Bio-entrepreneur Dr Subhadra Dravida is inspired by Paulo Coelho. Her favourite line is from The Alchemist “When you seek something, all the Universe conspires in helping you to achieve it.” Says the scientist and owner of healthcare startup Transcell Oncologics, “Since the news of the virus erupted in March 2020, I had been thinking on these lines. And in three months it happened. If everything goes well, our solution will actually get implemented in a month or two in India.” The Universe did step in and Dravida is the new medical star whose breakthrough research on a novel stem cell treatment holds promise for Covid patients.
In India, a young girl doesn’t need a specific trigger to turn to research, seeking a solution to end mankind’s trials—it is all-pervasive. Since her teens, this desire has driven Dravida’s research. “I’ve always strongly felt that I’m born to shield humans from suffering,” she says, rather dramatically. An entrepreneurial technocrat who has worked in the US, Canada and India in stem cell research, biobanking and product development, Dravida’s Hyderabad-based biotech startup was incubated at ASPIRE-Technology Business Incubator, University of Hyderabad. A week ago, the university announced that Dravida’s research on human umbilical cord (UC) tissue has yielded a stem cell-based solution to successfully treat coronavirus patients.
Researcher to entrepreneur, what prompted the transition? Dravida had to wait for almost eight months for her hypothesis to be practical. An entrepreneur at the helm of decision making would have cleared such bottlenecks. Over time, Dravida acquired many patents to her credit which she desired to translate into Apps. She moved back to Hyderabad and established her own startup in 2011. This Nizam College, Hyderabad, alumna, who was listed in Forbes magazine’s 2019 W-Power Trailblazers list, says that the HEMATO UC-MSCs she evolved do not cause adverse effects, are easy to administer and are proven to be safe for human application. It will not damage organs.
How did a stem cell researcher find a treatment for Covid-19? “During some academic discussions with doctors in Hyderabad this year, I was asked for an alternative after anti-viral medication and steroids options were exhausted. I realised that I can work on existing solutions with coronavirus-specific data and find a workable solution,” says Dravida, whose experience working at the Centre for Cellular and Molecular Biology and the LV Prasad Eye Institute, Hyderabad, shaped the research. She is certain that the HEMATO UC-MSCs therapy is the new way to cure Covid-19 patients in real time, not just by treating their symptoms alone.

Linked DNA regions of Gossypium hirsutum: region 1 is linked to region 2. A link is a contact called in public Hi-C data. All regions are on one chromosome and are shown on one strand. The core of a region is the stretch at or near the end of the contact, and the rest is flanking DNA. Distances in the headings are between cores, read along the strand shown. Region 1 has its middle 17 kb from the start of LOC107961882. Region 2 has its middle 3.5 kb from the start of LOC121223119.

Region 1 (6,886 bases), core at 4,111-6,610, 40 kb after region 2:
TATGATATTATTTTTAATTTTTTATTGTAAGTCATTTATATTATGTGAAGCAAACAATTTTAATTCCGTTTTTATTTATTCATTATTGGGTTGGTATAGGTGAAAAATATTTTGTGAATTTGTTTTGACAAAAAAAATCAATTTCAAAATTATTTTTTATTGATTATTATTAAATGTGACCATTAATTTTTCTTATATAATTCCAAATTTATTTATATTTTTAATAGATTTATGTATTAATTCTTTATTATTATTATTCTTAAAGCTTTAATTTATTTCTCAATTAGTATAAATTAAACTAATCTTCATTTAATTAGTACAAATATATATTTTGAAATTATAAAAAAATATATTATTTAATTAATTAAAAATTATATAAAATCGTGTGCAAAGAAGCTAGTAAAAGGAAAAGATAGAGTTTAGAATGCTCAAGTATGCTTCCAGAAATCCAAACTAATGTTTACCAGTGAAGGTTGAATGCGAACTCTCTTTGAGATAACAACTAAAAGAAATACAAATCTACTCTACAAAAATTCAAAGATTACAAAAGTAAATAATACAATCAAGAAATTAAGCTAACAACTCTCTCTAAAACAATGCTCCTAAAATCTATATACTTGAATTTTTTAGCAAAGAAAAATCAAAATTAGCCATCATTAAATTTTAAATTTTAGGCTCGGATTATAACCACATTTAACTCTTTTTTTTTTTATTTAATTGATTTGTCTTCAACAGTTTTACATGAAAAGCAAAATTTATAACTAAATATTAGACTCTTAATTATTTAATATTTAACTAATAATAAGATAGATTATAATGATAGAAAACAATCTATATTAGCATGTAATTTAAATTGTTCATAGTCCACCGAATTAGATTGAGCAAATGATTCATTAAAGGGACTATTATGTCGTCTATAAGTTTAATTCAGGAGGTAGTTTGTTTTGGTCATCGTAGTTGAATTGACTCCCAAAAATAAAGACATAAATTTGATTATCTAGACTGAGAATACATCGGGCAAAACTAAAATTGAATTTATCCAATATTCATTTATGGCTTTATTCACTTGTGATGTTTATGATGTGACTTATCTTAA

“If HEMATO UC-MSCs are administered as the first line of treatment followed by steps to alleviate the symptoms in a traditional manner, coronavirus deaths can be avoided,” she believes. HEMATO UC-MSCs can be delivered across India within 48 hours. They have been specially treated for storage under 2-8 degrees centigrade refrigerated conditions, but have to be used within 72 hours.
Dravida’s team comprised, apart from herself, two junior colleagues, a fellow scientist and a ‘marketing evangelist’. She recalls conducting innumerable meetings with social distancing and Zoom calls to create a workable model. “A colleague’s mom barely in her 50s was admitted to hospital for emergency Covid treatment. I heard horror stories about the hospital rationing her oxygen supply. I prayed fervently that our solution would see the light of the day sooner to prevent more loss of life,” she says. When Dravida is not poring over scientific journals, she loves to visit monasteries and gaze up at the night sky. Perhaps, the Universe has its ear cocked for this alchemist of life.
Understanding Mesenchymal Stem Cells
Stem cells provide new cells for the body and replace those that are damaged or lost. They can divide repeatedly to produce new cells. As they divide, they can also change into the other types of cells that make up the body. Stem cells originate from two main sources: adult body tissues and embryos. Scientists are working on ways to develop stem cells from other cells, using genetic “reprogramming” techniques. Mesenchymal stem cells (MSCs) are multipotent stem cells found in the bone marrow that are important for making and repairing skeletal tissues, such as cartilage, bone and the fat found in the bone marrow.